Banks aren't exactly knocking the Big Five brokers out of the SMA ring - but they're throwing them a few jabs.
Domination by the five large sponsor firms in the separately managed account business has been challenged over the past few years, as banks have more deeply penetrated into the fray and begun to gain market share.
By most attendees' accounts, a recent SMA banking channel conference in Chicago, sponsored by Thomson Media and the Money Management Institute, successfully combined a how-to type seminar and success stories to help banks gain even more than the 2% increase they realized in the industry from 2001 to 2002.
Although banks' share of the SMA market today is 6%, that is expected to continue to grow considerably.
"I think a lot of banks understand they need to be offering SMAs, but they just don't know how to do it or how to incorporate it into other products and services they offer," said Jerome Paolini of Wells Fargo, who led the conference along with Len Reinhart of The Bank of New York.
Paolini, who serves as Wells' senior vice president and director of investment consulting, said the question of why more and more banks are becoming involved in SMAs should be more of a question of, "Why not?"
"If a client has the relationship, the trust and the services that an [investor] wants or needs, why wouldn't they do business with the bank?" he asked.
Single Point of Sale
With the growing number of affluent and high-net-worth clients and a desire by many of them to streamline investment decisions into one relationship, many banks, both large and small, have wisely begun adding SMAs to the quickly growing myriad of private-client products they offer.
With the almost 80% market share still enjoyed by wirehouses Merrill Lynch, Smith Barney, Morgan Stanley, UBS and Prudential, in order of dominance, banks realized that they were missing out on some of their best customers by not offering SMAs sooner.
"Banks are entering this space because the wirehouses have increasingly been [intruding] on their best customer, the high-net-worth investor," said Darlene DeRemer, executive managing director of NewRiver, which provides business and communications solutions to investment firms.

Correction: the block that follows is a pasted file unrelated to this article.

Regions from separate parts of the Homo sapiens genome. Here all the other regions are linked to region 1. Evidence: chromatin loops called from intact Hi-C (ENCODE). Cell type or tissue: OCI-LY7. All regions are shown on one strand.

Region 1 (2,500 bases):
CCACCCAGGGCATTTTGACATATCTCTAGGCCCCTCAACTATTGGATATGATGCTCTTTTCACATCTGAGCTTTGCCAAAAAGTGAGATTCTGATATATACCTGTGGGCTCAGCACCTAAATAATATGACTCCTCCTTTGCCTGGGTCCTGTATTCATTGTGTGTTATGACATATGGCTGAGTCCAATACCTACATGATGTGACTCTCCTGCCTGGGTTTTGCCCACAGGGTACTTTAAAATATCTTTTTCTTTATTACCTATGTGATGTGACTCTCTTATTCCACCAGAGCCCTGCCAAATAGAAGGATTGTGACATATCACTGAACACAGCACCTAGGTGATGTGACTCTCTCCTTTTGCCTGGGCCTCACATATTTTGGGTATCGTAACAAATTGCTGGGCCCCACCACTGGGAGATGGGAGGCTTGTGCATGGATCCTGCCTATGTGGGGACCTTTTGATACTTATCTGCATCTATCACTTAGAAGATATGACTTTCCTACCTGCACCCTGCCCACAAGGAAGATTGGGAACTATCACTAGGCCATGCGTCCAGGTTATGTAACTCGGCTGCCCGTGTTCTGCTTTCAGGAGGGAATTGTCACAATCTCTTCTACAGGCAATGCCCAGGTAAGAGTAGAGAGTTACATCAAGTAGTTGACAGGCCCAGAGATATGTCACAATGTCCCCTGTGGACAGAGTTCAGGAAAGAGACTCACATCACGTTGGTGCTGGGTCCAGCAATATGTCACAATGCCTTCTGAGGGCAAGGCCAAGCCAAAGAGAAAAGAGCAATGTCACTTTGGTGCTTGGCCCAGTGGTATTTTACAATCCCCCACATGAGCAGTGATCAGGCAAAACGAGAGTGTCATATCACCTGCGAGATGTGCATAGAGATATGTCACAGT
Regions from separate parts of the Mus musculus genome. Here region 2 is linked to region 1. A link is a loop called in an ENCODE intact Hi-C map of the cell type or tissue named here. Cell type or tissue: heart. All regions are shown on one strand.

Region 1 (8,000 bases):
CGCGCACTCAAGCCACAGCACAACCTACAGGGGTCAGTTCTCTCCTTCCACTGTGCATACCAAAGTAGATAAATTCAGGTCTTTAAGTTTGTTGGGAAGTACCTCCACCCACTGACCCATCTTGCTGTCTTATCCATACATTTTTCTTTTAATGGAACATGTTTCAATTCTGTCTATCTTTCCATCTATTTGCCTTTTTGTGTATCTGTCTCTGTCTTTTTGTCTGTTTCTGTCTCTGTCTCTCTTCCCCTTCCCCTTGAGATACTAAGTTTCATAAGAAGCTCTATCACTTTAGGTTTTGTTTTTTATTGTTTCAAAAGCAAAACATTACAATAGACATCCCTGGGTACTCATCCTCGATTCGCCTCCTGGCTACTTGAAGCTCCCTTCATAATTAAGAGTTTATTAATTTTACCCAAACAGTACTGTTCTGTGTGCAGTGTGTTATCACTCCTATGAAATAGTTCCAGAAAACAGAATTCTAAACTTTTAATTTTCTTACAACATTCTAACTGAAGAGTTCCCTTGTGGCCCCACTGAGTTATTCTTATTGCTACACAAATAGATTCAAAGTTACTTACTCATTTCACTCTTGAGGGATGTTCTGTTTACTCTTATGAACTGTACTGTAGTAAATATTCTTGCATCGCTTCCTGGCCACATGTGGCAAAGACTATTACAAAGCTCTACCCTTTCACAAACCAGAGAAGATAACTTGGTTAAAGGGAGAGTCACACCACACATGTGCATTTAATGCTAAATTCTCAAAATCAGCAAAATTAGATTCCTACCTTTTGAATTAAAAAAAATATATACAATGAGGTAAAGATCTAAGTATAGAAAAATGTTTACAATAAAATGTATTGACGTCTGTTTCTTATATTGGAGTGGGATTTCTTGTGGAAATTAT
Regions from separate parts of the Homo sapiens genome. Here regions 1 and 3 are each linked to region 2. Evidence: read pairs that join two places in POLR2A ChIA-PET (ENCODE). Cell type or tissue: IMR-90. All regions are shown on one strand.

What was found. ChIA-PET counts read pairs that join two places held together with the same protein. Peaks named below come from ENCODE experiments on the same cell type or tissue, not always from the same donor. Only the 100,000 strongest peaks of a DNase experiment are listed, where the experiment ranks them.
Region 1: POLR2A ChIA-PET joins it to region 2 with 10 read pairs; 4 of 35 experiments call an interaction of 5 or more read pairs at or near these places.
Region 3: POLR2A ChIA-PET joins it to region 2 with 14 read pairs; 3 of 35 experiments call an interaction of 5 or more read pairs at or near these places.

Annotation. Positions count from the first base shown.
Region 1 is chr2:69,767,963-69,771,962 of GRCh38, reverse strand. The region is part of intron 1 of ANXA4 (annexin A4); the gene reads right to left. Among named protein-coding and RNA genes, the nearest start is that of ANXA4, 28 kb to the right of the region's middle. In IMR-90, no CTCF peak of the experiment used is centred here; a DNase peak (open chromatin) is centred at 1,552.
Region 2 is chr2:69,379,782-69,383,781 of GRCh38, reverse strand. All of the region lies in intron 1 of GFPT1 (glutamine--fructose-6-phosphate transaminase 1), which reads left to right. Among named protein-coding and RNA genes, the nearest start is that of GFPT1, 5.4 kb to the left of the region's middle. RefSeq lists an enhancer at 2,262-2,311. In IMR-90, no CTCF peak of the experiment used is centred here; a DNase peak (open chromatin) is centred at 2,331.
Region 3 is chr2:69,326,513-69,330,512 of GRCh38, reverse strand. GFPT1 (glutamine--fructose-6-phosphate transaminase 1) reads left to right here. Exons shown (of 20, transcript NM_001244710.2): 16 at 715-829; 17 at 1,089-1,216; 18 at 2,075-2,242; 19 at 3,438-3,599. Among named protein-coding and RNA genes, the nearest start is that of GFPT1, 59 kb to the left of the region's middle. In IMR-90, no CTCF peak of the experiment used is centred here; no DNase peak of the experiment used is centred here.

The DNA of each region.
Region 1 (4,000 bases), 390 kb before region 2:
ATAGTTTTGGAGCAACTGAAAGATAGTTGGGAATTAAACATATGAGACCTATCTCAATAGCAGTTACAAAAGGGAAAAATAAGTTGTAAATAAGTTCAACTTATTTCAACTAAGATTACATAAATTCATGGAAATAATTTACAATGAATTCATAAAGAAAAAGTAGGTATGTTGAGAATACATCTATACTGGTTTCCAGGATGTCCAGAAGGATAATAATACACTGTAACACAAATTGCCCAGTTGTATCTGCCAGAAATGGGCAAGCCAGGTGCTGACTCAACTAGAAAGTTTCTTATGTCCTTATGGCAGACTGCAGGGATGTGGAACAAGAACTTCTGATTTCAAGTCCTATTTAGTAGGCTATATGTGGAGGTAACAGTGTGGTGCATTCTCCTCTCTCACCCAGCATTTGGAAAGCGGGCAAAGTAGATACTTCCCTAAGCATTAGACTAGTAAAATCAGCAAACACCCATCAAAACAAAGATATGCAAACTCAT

Some banks that have jumped on the SMA bandwagon have realized some significant gains. Bank of America, for example, increased its earnings between $6 billion and $7 billion less than two years after its initial SMA offerings, according to DeRemer.
DeRemer's presentation at the Chicago conference, which analyzed the "Challenges of Prudence, Profits and Platforms,'" offered statistics, results from a survey about which aspects of SMA are considered most important and information about marketing, sales and service.
The five wirehouses saw their share in the market drop from 83% to 79% in the past two years, while banks jumped from 4% to 6%.
SMAs were introduced in 1997, and according to Paolini, banks in general weren't sure initially whether they would last as a viable investment product.
"Brokerage houses have been doing it for a while, but banks are more cautious," he said. Banks that were being cautious, Paolini explained, constantly asked themselves whether SMAs were merely the latest fad.
"They're seeing that this is not a fad," said Paolini, whose bank has been in the SMA business since 1998, and now offers them through both its brokerage and private banking divisions.
Even with SMAs being offered more and more by banks, some industry experts don't think the upward tilt in their market share will be drastic.
No Giant Jolt
Chris Davis, executive director of the Money Management Institute, said that while issues of customer loyalty, convenience and, recently, better marketing have helped banks gain more SMA customers, the rise hasn't and won't come in one giant jolt.
"The banks, if they stay with this, and I think they have to, won't pile up assets rapidly. I think it will be a slow and steady process," Davis said.
Tangentially, one key aspect of the Chicago conference was the message that getting involved with SMAs is not an immediate transition, but rather a stairwell with multiple steps and floors.
"This is a process, not a product," Paolini said. "It's not something you get into immediately. You have to strategically get into it."
More Rich Get Richer
But besides feeling pressured into offering SMAs simply because of their growing popularity, banks have felt the need to serve a growing population of affluent Americans. The number of mass affluent (those earning between $100,000 and $1 million per year) and high-net-worth clients (those earning over $1 million per year) has increased over the past few years to the point where banks' hands have been forced in the SMA department.
"The amount of wealth today in the U.S. dictates that offering an SMA is appropriate, especially when clients are calling for it," Paolini said. "Banks need to realize they have to give their clients what they want to be competitive."
Fee-based compensation, which banks are trying to shift toward from commission-based, is easier to justify in the SMA business. DeRemer said customers understand that fees are warranted when a bank is acting as a consultant rather than a full-fledged money manager.
So, as banks slowly begin offering SMAs to compete with the major five wirehouses and even smaller regional brokerages, the question is not whether it will continue to gain market share. The question is how quickly.
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